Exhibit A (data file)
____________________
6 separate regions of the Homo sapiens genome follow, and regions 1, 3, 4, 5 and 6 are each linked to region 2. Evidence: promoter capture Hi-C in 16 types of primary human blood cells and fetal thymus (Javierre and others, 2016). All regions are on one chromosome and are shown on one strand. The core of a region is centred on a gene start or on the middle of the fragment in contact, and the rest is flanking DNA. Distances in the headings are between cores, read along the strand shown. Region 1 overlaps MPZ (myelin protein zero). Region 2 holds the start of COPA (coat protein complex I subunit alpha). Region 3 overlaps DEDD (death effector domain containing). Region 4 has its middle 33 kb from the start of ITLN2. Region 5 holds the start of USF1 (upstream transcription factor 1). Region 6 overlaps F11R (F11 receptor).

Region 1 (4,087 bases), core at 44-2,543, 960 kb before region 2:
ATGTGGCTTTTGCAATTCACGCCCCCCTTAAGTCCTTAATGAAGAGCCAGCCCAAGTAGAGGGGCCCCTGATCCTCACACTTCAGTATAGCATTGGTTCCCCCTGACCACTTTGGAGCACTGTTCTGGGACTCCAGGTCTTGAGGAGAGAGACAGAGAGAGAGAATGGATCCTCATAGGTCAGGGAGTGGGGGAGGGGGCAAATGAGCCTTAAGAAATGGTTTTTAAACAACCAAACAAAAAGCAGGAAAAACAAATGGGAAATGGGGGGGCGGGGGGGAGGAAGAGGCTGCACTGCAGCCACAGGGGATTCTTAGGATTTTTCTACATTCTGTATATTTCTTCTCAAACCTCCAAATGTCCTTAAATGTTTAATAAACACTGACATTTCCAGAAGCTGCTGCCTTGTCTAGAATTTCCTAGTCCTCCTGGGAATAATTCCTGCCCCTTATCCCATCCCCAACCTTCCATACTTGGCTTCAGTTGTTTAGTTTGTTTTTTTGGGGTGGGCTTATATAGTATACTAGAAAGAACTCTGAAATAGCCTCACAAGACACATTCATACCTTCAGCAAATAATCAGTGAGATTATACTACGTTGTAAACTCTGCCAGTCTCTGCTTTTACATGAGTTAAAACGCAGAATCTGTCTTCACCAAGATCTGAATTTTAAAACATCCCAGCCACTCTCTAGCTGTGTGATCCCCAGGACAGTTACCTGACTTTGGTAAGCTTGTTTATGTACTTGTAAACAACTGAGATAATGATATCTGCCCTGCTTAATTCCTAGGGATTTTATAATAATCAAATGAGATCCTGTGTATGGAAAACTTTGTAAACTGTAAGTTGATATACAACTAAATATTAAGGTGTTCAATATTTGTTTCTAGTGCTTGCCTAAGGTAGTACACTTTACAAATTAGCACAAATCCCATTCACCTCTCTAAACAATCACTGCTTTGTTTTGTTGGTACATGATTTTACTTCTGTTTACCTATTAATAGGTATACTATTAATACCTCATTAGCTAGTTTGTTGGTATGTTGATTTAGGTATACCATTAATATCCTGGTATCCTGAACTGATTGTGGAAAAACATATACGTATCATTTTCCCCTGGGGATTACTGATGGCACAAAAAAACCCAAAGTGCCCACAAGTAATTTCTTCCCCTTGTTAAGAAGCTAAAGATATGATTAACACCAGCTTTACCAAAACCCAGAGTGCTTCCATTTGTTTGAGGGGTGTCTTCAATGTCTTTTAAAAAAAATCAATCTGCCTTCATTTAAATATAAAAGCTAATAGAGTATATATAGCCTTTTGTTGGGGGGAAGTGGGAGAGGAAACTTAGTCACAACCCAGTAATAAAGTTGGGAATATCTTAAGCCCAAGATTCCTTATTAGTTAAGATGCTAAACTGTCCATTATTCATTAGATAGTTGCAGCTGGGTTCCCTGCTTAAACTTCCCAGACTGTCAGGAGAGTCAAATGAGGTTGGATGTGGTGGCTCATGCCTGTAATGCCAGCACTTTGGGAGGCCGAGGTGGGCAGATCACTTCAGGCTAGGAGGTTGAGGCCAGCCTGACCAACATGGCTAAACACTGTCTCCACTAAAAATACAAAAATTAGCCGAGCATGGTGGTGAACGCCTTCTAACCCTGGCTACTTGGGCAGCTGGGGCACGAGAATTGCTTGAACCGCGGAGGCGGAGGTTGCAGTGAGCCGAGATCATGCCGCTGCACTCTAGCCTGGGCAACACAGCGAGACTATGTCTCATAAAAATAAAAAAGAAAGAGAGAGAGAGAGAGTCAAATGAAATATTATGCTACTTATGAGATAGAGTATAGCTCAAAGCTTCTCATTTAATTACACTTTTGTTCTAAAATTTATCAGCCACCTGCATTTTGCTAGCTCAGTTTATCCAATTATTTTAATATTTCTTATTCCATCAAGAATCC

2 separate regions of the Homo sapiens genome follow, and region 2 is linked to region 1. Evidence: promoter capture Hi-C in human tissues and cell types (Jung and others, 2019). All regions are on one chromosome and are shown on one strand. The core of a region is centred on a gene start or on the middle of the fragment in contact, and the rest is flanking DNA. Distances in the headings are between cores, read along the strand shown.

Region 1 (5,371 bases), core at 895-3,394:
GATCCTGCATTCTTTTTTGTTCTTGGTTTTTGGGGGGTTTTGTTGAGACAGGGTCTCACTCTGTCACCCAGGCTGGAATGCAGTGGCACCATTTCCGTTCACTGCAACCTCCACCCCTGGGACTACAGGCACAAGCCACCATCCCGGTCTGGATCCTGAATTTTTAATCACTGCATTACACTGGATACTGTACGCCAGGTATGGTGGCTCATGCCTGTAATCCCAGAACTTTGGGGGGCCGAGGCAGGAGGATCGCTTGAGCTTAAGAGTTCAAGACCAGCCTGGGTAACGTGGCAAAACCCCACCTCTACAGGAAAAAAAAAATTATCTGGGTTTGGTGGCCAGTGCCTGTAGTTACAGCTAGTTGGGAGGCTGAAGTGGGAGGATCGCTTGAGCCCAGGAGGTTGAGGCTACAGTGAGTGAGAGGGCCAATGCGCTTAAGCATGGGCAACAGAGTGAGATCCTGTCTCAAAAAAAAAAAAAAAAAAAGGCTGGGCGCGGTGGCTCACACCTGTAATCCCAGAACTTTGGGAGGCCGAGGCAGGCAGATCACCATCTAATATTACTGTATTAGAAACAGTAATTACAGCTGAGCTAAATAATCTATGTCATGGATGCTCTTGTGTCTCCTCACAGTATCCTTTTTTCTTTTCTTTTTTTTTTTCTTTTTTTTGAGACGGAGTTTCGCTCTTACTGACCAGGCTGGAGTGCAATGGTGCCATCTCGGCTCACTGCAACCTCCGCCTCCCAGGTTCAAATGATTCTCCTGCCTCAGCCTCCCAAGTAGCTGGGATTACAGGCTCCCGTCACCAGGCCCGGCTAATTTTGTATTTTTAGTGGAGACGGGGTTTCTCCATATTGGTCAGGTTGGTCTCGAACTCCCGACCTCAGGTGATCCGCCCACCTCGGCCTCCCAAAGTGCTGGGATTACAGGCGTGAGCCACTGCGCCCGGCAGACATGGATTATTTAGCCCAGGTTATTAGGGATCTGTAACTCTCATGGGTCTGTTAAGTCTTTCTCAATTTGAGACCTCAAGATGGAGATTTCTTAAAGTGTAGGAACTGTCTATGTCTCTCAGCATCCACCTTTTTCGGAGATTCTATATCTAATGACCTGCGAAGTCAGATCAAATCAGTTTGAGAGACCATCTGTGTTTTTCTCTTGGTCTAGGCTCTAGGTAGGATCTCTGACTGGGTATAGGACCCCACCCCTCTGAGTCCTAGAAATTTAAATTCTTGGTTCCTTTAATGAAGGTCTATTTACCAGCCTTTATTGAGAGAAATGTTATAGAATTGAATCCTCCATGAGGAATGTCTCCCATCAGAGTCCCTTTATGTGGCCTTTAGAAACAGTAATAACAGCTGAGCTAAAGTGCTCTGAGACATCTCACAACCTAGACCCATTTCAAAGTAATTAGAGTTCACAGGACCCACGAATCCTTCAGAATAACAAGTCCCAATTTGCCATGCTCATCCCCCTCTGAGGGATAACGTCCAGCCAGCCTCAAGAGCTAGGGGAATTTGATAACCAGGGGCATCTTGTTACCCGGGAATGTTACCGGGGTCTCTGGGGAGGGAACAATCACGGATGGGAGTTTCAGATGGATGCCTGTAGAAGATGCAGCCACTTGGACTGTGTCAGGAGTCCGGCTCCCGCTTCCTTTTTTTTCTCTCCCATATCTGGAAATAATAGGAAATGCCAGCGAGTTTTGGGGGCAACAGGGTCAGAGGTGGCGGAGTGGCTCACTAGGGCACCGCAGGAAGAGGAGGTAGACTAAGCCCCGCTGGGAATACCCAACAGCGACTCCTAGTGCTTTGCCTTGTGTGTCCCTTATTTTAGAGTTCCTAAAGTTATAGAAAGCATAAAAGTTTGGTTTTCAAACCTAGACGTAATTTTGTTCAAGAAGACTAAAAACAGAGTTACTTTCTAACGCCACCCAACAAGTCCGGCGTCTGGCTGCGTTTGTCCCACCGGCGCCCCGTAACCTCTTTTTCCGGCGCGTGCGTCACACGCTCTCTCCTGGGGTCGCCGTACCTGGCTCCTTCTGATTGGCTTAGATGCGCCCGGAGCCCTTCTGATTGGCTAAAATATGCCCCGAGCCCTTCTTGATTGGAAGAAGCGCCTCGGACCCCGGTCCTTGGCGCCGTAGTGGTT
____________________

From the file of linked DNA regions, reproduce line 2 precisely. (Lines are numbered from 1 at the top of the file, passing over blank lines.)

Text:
Region 1 (4,087 bases), core at 44-2,543, 960 kb before region 2: